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Eleventh-hour congressional action last week ends any imminent risk of the collapse of big, massively underfunded multiemployer pension plans and the federal insurance program that guarantees a portion of participants' benefits, but long-term problems remain.
In a rare act of congressional bipartisanship and to the surprise of many, legislators led by Rep. John Kline, R-Minn., chairman of the House Education and the Workforce Committee, and the panel's ranking minority member, Rep. George Miller, D-Calif., added a sweeping multiemployer pension plan reform package to a broader federal spending bill that President Barack Obama signed into law last week.
The new law “will allow plans to survive and not end up on the doorstep of the PBGC,” said Jack Abraham, a principal with PricewaterhouseCoopers L.L.P. in Chicago, referring to the Pension Benefit Guaranty Corp., the federal agency that guarantees participants' benefits.
“This is a common-sense solution that does not in any way cost the government money,” added Vince Sandusky, CEO of the Sheet Metal and Air Conditioning Contractors National Association in Chantilly, Virginia.
The new law will allow participants' benefits to be cut if a plan is projected to become insolvent during a current plan year or any of the next 14 years, or any of the next 19 years if the plan's ratio of inactive participants to active participants exceeds 2-to-1 or if the plan is less than 80% funded.
Participants would have to be given the right to vote on cuts before the benefit reductions could be implemented. However, even if participants rejected the cuts, the U.S. Treasury Department could override the vote, permitting implementation of a benefits suspension plan, if a plan is “systemically important,” meaning it poses a very large risk to the PBGC.
Certain participants would be protected from benefit cuts, including retirees age 80 and older and those receiving disability benefits under the plan. Retirees between ages 75 and 79 would face smaller benefit cuts than retirees under age 75. And plans could not reduce benefits to less than 110% of the benefit guaranteed by the PBGC. Currently, the maximum annual benefit guaranteed by the PBGC is $13,000 for a participant with 30 years of service.
Effective in 2015, the new law will double the PBGC premium rate for multiemployer plans to $26 per plan participant. The current premium is $12 per plan participant and had been scheduled, prior to passage of the bill, to rise next year to $13 per plan participant.
While inclusion of the multiemployer provisions in the spending package came at the very close of the congressional session, lawmakers have been bombarded for years with warnings from plan executives, trade groups and federal agencies that action was needed to prevent the failure of large underfunded pension plans and, with those failures, the collapse of the PBGC's multiemployer pension plan insurance program.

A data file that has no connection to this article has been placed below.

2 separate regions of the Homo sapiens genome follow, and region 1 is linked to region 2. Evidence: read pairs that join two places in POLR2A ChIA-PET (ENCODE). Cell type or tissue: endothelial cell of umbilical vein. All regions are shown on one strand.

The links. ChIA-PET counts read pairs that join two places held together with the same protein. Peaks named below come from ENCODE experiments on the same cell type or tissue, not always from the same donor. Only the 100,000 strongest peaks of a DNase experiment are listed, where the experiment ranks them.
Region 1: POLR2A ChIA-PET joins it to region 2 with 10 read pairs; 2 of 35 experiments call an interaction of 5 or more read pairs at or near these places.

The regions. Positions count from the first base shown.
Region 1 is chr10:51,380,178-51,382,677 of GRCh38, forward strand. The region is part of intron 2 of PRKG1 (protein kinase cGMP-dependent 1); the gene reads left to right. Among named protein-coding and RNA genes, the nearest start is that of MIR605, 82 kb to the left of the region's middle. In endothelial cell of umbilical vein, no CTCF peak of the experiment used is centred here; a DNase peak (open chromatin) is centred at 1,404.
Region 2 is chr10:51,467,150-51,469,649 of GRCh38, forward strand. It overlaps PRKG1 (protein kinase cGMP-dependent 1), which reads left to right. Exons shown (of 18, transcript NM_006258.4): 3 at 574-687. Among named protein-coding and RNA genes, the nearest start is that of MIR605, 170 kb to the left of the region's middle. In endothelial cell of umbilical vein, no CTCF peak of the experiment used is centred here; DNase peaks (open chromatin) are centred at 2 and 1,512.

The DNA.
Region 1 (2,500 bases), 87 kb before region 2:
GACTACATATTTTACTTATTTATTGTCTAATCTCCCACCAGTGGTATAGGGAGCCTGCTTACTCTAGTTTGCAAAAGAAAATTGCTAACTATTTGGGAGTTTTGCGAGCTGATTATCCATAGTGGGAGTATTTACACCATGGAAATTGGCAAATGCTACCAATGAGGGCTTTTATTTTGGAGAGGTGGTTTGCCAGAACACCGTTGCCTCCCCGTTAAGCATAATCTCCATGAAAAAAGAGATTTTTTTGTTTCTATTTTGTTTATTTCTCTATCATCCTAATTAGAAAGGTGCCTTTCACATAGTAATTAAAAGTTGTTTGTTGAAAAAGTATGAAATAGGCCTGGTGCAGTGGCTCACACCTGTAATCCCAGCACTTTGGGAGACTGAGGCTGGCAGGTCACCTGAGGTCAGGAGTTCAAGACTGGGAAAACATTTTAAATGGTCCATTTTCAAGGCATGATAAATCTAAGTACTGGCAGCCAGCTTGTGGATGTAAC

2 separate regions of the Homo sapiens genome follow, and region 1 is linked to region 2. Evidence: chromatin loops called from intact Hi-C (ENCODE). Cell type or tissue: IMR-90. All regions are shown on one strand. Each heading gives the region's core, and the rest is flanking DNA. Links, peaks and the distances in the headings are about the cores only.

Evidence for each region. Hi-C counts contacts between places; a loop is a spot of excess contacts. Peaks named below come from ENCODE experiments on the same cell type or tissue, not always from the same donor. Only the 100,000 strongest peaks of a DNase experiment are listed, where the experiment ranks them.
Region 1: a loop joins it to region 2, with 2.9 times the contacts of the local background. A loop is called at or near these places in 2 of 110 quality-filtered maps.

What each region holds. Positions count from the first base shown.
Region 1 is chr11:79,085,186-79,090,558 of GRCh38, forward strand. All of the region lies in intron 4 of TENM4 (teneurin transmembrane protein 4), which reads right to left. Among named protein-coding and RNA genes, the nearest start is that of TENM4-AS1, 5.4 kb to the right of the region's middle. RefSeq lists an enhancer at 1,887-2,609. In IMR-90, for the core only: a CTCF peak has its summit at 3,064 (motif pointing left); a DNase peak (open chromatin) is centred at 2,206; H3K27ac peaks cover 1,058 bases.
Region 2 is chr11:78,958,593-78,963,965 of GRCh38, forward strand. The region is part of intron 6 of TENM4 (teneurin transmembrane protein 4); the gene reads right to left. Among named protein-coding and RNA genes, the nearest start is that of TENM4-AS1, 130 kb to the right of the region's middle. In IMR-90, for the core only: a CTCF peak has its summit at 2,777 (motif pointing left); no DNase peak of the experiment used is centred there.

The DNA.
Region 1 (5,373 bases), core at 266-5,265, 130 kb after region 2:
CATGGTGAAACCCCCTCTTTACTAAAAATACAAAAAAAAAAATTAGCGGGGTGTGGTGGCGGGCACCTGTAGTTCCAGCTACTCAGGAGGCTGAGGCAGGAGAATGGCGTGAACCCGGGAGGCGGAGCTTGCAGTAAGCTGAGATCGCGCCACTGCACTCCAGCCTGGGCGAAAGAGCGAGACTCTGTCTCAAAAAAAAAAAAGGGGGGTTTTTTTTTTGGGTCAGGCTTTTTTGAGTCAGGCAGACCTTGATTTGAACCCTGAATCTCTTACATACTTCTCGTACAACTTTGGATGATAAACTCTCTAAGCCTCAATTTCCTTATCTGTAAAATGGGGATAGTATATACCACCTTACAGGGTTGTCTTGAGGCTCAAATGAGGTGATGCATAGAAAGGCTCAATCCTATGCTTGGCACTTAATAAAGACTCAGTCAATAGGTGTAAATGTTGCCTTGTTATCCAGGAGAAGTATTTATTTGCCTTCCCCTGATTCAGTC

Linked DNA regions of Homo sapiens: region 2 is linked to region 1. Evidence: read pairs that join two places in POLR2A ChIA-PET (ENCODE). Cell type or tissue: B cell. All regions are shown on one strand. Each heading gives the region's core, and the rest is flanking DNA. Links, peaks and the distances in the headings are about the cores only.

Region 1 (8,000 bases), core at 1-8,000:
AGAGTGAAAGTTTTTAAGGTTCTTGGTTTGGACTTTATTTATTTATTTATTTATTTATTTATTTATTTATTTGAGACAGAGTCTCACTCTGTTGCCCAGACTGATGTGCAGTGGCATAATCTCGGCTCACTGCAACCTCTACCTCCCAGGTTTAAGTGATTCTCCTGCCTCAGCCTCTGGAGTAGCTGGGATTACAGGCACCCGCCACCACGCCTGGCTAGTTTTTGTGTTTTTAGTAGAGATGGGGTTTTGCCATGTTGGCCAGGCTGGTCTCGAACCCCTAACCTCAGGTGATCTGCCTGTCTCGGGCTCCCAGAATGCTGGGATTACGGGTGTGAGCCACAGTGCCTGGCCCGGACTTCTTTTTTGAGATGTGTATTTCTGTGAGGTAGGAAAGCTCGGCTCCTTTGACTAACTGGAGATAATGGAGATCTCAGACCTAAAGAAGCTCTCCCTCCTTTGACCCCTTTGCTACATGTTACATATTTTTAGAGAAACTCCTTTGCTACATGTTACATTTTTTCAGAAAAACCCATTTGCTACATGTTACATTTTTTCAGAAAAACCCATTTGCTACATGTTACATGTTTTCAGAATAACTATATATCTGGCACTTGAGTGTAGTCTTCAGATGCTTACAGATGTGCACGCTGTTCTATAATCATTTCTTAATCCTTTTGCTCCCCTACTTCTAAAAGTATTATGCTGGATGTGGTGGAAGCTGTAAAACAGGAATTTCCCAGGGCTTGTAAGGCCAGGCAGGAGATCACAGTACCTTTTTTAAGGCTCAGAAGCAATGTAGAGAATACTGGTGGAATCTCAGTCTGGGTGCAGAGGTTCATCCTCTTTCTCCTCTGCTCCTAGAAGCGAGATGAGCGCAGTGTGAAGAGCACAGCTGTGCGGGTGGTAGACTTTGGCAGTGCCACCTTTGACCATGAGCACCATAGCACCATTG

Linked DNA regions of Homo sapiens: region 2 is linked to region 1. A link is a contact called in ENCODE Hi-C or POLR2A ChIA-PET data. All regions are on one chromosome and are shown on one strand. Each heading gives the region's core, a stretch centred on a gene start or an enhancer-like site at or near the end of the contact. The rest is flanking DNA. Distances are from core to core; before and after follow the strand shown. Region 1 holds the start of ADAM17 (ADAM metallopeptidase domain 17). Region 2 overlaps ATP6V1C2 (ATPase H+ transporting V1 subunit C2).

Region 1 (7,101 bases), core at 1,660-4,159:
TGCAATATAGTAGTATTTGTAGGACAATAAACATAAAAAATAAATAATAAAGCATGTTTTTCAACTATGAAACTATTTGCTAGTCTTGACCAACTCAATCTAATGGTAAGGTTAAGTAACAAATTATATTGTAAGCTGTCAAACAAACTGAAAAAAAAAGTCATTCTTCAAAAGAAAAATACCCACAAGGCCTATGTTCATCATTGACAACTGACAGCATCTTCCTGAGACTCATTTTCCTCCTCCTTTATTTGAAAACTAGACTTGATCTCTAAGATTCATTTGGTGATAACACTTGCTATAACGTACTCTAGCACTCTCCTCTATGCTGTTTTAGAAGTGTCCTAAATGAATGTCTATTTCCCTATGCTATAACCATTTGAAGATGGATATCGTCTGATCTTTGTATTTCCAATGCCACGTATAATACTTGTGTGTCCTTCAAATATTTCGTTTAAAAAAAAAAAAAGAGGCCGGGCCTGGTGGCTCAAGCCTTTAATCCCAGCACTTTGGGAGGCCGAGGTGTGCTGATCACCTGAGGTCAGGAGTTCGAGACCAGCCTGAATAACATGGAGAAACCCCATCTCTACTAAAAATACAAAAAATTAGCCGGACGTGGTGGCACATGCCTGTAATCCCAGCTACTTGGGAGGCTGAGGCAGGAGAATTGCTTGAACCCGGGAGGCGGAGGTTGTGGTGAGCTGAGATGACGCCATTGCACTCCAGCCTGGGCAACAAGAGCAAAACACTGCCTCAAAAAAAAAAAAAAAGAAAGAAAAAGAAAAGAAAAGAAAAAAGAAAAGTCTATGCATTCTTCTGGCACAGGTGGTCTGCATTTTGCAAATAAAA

The PBGC itself warned last month that the looming insolvency of several large multiemployer plans led to a fivefold leap — to $42.43 billion — in just one year in the deficit of the agency's multiemployer insurance program that guarantees benefits to participants in insolvent plans. That $42 billion-plus deficit compares with only $122 million the PBGC collected in 2014 from the nation's 1,400 multiemployer plans, which have about 10.4 million participants.
The PBGC warned that it expects more than 10% of the plans it insures would become insolvent and need money from the agency to pay participants' benefits. Without congressional action, the U.S. Government Accountability Office projected the PBGC's insurance program would go broke in the next 10 to 15 years.
Now, with the new law allowing financially troubled plans to cut benefits, those plans are much less likely to need a PBGC bailout.
“This certainly significantly extends the solvency of the PBGC's insurance program,” Mr. Abraham said.
By allowing plan trustees to cut benefits, the plans' liabilities will be cut. That in turn will reduce the payments, known as withdrawal liability, that employers pay when they leave underfunded plans.
Knowing that withdrawal liability payments will not escalate due to the law giving plan trustees the ability to cut benefits, more employers could be encouraged to remain in the plans, some say.
“What Congress did was to avoid a mass withdrawal of dozens, perhaps hundreds, of employers from the plans. Had that happened, the system would have collapsed,” said Joshua Gotbaum, a former PBGC director and now a guest scholar at the Brookings Institution in Washington.
Still, the financial problems facing a segment of multiemployer pension plans are far from settled.
For example, deregulation of certain industries, such as trucking, has triggered more competition and more failures of companies that contribute to multiemployer plans. At the Central States, Southeast and Southwest Areas Pension Fund, more than 600 firms once in the plan have gone into bankruptcy since 1980, Thomas Nyhan, the plan's executive director, told a congressional panel last year.
In addition, the fear of withdrawal liability has discouraged new employers from joining the plans, said Diane Gleave, senior vice president and regional manager with The Segal Co. in New York.
While the congressional action may reduce the amount of withdrawal liability employers could face if they leave the plans, the threat of it still may be high enough to discourage new employers from joining the plans, Mr. Abraham said.